Tennessee marble is a crystalline limestone which can be found exclusively in East Tennessee, in the southeastern United States. Its pinkish color and the ease with which this stone is polished have made many builders and architects appreciate it. Tennessee marble has been used for the construction of many famous monuments in the USA and in architecture it is perfectly suitable for both interior and exterior projects.
Tennessee marble is not true marble, but it is actually classified as a limestone since it is not a metamorphic but sedimentary stone. However, its crystalline nature makes it very similar to marble, especially when polished.
Tennessee marble began forming over 400 million years ago. Small fossilized sea creatures and other organic material were compressed together by ancient ocean tides against the western edge of what is now the Appalachian Mountains. That is why, even when polished, Tennessee marble preserves a fossiliferous texture with a noticeable presence of indented horizontal gray or black lines, known as “stylolites”, formed during the natural limestone dissolution processes.
Tennessee marble was commonly utilized within the Knox County as a building material for homes, churches, schools and other buildings between the late 19thcentury and the early 20thcentury. Not as common today, Tennessee marble is anyway a much-appreciated stone for builders looking for authenticity, permanence, and beauty.
Tennessee marble can be used for many types of project and it is considered extremely versatile and durable for interior or exterior applications. Among the most typical uses we mention paving, flooring, bathrooms, windowsills, and historic renovation.
Pink is surely the most well-known shade of Tennessee marble so much so that it is also called Tennessee pink marble. Nevertheless, the stone also occurs in gray, dark brown (known as Tennessee cedar marble), and variegated shades.Among the reasons that make this stone esteemed by builders, besides its aesthetic colors, there is its durability, the ease with which it is polished, and the fact that the stone is virtually stain proof.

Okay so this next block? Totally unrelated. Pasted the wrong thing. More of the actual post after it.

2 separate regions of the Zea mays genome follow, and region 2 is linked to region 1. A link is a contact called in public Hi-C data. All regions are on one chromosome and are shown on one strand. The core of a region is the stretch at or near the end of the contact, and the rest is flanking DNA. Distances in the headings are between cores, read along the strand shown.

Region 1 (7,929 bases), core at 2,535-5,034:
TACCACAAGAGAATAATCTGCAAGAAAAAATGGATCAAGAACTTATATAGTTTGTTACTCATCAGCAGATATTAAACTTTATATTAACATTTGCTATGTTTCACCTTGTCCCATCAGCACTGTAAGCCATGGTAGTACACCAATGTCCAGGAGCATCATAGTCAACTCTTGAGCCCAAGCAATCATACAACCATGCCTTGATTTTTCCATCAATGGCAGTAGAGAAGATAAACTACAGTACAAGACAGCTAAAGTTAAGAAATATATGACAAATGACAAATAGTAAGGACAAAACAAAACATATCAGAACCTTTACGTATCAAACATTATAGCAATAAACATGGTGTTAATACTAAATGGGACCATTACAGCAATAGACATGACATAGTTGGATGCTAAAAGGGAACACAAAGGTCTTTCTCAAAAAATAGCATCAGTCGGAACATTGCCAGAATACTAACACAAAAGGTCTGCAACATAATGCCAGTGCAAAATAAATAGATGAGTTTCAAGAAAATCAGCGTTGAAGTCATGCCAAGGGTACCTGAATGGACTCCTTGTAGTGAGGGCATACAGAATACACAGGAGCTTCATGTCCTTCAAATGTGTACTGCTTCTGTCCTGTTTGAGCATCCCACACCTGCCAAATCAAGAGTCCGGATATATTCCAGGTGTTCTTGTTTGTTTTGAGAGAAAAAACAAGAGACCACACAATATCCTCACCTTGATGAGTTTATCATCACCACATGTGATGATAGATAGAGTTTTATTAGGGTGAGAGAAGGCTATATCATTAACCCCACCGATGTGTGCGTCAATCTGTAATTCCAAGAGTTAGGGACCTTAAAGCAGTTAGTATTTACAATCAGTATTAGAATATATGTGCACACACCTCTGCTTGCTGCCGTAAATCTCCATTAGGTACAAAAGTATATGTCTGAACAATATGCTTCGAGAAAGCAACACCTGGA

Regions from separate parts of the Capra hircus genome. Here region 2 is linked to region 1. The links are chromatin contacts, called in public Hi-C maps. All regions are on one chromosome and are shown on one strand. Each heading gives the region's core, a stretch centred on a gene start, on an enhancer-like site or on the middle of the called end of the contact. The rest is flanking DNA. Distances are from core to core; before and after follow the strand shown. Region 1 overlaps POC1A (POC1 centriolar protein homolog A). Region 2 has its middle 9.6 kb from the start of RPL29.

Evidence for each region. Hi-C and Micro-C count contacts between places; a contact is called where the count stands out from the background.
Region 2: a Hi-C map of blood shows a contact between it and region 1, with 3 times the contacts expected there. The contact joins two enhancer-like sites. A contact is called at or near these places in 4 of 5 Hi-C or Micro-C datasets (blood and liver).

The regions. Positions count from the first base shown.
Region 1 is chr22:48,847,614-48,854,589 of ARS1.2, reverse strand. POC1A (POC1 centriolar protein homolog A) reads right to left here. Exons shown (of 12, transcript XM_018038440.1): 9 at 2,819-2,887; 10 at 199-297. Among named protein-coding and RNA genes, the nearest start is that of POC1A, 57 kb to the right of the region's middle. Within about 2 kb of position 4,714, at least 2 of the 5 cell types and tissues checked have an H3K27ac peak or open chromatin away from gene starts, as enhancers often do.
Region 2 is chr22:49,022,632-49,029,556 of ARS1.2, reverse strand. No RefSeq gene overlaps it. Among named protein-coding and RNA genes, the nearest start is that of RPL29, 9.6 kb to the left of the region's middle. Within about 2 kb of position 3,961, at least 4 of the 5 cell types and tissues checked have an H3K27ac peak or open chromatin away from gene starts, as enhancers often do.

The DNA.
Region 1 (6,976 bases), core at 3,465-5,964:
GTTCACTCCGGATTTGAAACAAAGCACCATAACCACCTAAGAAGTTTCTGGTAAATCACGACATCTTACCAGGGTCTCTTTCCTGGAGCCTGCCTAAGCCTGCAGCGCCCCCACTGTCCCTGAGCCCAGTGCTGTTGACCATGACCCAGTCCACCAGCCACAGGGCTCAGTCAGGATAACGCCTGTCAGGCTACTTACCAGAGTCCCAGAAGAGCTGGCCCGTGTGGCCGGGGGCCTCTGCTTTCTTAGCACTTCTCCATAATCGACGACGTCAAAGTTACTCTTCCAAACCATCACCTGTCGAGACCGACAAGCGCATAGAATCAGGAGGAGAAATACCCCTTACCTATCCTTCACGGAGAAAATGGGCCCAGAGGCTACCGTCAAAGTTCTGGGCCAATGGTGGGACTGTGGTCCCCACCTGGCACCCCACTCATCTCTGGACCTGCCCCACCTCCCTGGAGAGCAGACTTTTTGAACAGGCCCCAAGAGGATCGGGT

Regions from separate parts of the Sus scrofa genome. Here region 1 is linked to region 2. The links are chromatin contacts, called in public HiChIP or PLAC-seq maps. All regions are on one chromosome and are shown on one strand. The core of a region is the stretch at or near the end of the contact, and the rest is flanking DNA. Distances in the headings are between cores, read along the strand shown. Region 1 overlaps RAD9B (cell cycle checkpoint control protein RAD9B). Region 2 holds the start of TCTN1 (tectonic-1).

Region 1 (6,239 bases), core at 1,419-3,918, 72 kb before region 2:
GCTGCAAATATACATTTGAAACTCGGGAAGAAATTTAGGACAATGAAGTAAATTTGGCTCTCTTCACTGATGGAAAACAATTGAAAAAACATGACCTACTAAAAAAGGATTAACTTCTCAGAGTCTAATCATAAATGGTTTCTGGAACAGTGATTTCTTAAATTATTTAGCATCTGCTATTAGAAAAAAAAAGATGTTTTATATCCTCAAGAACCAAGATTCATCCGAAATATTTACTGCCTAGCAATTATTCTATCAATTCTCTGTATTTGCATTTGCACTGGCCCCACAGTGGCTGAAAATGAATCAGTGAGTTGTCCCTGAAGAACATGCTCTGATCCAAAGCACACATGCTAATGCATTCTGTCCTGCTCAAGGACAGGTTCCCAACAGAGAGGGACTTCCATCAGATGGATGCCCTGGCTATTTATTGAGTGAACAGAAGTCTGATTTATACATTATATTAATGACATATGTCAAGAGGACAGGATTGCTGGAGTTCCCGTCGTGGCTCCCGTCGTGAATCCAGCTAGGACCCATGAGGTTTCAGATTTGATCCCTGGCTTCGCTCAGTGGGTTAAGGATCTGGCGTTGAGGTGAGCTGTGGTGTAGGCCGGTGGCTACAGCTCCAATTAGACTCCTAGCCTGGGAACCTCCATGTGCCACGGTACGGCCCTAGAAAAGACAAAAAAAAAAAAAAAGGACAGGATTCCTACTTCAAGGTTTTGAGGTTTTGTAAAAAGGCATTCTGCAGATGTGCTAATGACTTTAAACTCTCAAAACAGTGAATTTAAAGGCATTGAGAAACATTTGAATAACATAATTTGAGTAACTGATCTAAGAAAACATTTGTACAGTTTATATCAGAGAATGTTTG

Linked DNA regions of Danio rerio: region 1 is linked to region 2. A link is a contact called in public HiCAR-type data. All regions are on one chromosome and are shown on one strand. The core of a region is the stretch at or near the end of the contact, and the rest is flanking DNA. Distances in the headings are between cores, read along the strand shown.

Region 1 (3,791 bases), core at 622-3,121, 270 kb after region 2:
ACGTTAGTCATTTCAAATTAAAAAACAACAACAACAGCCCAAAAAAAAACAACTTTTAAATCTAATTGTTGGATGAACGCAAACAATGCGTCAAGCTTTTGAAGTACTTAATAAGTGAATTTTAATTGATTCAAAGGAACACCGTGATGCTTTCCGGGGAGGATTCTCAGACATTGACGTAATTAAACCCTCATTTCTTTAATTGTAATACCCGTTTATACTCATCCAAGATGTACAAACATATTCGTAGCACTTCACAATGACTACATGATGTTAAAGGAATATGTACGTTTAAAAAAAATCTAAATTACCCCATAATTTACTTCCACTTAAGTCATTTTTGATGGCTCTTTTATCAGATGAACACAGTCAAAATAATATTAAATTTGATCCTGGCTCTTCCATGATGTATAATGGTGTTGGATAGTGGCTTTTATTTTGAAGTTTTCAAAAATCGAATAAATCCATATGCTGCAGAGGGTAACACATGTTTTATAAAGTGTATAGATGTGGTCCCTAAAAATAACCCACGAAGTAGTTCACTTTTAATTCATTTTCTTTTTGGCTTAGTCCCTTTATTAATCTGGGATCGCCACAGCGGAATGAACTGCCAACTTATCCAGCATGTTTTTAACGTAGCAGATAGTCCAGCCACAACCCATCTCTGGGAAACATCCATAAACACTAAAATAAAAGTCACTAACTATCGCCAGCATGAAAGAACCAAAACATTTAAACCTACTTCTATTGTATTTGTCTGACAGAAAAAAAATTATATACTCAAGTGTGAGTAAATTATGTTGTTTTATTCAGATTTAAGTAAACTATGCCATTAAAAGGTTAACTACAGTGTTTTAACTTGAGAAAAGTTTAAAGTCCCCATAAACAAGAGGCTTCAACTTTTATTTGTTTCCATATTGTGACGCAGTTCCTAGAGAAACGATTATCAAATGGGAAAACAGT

The quarrying of Tennessee tile and marblebegan in the late 18thcentury and intensified considerably especially during the 20thcentury. TheTennessee marble quarry activity always remained localized in the counties of Knox, Blount, Loudon, Union and Hawkins.
Tennessee marble has been used in the construction of several famous monuments and buildings throughout the USA: just to mention one, the United States Capitol.
The use of Tennessee marble sensibly decreased after World War II, when low-priced building materials became commonly available.
In the 1950s, only five Tennessee marble companies remained in operation. However, the stone continued to be produced on a smaller scale. The Tennessee Marble Company, which was founded in 1993, is currently the only major producer of Tennessee marble and there is no other source for significant quantities.
Tennessee pink marbleis abundant, but only found in East Tennessee. With many advancements in quarrying, fabrication technology and equipment in the last decades, Tennessee marble is now more readily available and becoming a stone of choice for landscaping, tile, fireplace surrounds, walls, countertops, slabs, monuments and more.
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